Double Predestination

Question from a Site Viewer
Does God choose some people to be saved and choose some for judgement? In other words, did God before the foundation of the world choose Person A to be saved and Person B to go to hell? Some people answer that He does choose only some people out of all the inhabitants of the earth to be saved, but that all who go to hell do so because they have chosen to reject Christ and not because He destined them for that. I see an inconsistency and an extreme selective type of thinking with that train of thought. So a person can choose eternal judgement for him/herself but not eternal life by grace through faith in Jesus Christ?

What is your take on this issue?

Tim’s Answer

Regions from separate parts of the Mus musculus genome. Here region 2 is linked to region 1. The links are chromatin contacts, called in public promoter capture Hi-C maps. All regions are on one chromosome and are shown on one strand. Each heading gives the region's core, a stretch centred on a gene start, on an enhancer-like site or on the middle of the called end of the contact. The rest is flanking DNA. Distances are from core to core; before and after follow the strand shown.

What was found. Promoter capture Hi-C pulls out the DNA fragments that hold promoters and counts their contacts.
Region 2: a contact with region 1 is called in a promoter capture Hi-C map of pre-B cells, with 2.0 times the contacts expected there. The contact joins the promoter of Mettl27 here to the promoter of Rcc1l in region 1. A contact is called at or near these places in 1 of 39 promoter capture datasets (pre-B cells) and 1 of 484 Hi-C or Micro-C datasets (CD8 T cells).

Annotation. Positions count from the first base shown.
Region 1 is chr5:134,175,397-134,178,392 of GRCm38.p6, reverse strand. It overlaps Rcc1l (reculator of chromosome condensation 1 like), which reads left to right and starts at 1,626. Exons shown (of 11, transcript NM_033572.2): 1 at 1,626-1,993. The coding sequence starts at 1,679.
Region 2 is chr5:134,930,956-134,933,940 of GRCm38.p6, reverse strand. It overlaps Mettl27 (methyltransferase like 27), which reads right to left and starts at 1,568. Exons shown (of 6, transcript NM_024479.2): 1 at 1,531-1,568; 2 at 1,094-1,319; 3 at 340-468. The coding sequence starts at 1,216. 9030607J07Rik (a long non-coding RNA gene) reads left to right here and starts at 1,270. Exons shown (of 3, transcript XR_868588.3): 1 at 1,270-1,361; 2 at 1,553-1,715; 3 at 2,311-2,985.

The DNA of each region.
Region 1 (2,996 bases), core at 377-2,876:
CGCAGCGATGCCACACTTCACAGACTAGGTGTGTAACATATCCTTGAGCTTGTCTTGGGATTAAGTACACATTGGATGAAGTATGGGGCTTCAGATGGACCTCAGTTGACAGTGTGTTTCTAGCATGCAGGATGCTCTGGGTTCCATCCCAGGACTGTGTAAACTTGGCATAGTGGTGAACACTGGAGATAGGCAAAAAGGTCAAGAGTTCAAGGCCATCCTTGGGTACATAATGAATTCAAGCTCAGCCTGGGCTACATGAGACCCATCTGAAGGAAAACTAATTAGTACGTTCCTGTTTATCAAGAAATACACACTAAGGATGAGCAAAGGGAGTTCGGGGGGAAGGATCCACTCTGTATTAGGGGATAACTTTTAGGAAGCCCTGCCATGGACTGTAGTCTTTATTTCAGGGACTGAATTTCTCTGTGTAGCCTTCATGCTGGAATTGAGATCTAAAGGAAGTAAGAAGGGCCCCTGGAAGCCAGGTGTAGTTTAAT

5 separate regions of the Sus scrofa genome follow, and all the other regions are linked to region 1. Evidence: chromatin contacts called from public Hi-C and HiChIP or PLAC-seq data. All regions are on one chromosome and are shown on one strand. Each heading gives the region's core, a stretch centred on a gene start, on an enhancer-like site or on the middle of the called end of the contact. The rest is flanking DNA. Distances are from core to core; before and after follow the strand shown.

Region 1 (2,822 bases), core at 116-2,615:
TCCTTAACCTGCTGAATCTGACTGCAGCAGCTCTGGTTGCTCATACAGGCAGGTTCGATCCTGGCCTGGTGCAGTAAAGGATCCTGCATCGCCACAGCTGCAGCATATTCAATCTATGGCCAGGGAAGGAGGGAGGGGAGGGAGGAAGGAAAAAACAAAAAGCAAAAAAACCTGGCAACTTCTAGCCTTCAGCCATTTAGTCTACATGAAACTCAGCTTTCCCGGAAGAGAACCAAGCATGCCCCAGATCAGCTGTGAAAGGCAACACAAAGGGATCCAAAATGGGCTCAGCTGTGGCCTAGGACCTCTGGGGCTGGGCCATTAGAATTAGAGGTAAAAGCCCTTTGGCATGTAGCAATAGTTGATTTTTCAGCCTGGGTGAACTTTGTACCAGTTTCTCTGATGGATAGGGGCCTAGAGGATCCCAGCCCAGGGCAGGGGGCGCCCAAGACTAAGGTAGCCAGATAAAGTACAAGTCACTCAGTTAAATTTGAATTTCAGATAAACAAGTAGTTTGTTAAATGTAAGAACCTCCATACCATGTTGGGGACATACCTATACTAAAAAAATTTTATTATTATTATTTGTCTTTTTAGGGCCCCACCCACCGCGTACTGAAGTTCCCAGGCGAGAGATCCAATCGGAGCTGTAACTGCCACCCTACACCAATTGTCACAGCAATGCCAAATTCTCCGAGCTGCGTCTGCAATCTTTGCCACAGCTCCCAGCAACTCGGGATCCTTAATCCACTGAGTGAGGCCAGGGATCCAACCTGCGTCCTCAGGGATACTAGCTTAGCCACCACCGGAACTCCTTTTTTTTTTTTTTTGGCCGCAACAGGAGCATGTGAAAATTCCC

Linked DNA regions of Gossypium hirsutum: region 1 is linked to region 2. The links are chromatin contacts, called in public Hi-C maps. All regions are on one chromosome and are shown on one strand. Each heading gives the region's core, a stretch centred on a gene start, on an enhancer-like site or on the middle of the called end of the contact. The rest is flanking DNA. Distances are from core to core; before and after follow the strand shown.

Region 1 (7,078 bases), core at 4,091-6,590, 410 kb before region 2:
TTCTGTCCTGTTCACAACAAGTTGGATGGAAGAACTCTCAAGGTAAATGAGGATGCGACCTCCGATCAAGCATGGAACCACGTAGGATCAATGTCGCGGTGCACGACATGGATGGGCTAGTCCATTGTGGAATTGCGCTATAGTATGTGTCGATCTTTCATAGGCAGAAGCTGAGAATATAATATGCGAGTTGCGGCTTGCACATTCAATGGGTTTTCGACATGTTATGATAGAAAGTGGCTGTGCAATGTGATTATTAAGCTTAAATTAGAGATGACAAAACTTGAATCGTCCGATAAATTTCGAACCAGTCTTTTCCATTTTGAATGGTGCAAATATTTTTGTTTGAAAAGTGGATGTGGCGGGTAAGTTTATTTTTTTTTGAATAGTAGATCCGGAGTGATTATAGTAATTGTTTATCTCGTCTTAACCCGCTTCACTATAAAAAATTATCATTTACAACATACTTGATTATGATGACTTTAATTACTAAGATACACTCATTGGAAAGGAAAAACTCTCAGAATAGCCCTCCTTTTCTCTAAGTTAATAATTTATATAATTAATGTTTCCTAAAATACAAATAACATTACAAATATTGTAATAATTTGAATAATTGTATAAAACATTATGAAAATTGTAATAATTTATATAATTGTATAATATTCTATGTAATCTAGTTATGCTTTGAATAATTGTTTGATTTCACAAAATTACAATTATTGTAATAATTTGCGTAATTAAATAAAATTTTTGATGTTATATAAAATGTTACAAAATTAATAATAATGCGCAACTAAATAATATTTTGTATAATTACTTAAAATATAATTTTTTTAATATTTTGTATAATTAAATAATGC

Thank you for your question. The short answer to your question is that I do not read Scripture as teaching that God chooses person A to go to heaven and person B to go to hell (what in theological terms is known as double predestination), nor do I find Scripture teaching that God chooses person A to go to heaven and person B goes to hell because God has not chosen that person for heaven. What I find in Scripture is that the desire of God is for everyone to be saved (1 Timothy 2:4), that none should perish (2 Peter 3:9), that Jesus died for the sin of everyone (John 1:29; Romans 5:18; 1 Timothy 4:10; 1 John 2:20), that His death provides a drawing power for all (John 12:32), and He now commands all men everywhere to repent (Acts 17:30). God has no delight in the death of the wicked (2 Samuel 14:14; Ezekiel 18:23, 32; 33:11). Through Christ, God has reconciled Himself to this world and now pleads for the world to be reconciled to Him (2 Corinthians 5:19-20). Every individual to whom the gospel is proclaimed has the opportunity to choose Christ. Scripture is clear on this point, at least in my reading of it. The gospel is the power of God to salvation (Romans 1:16). The importance of the proclamation for the exercise of faith is driven home by Paul in Romans 10:14-17, where Paul concludes that faith comes from hearing the word of God. This is a truth Scripture repeats over and over (1 Corinthians 15:1-2; Ephesians 1:13; 2 Thessalonians 2:13-14; 1 Peter 1:23-25). The proclaimed word provides the basis for individual faith.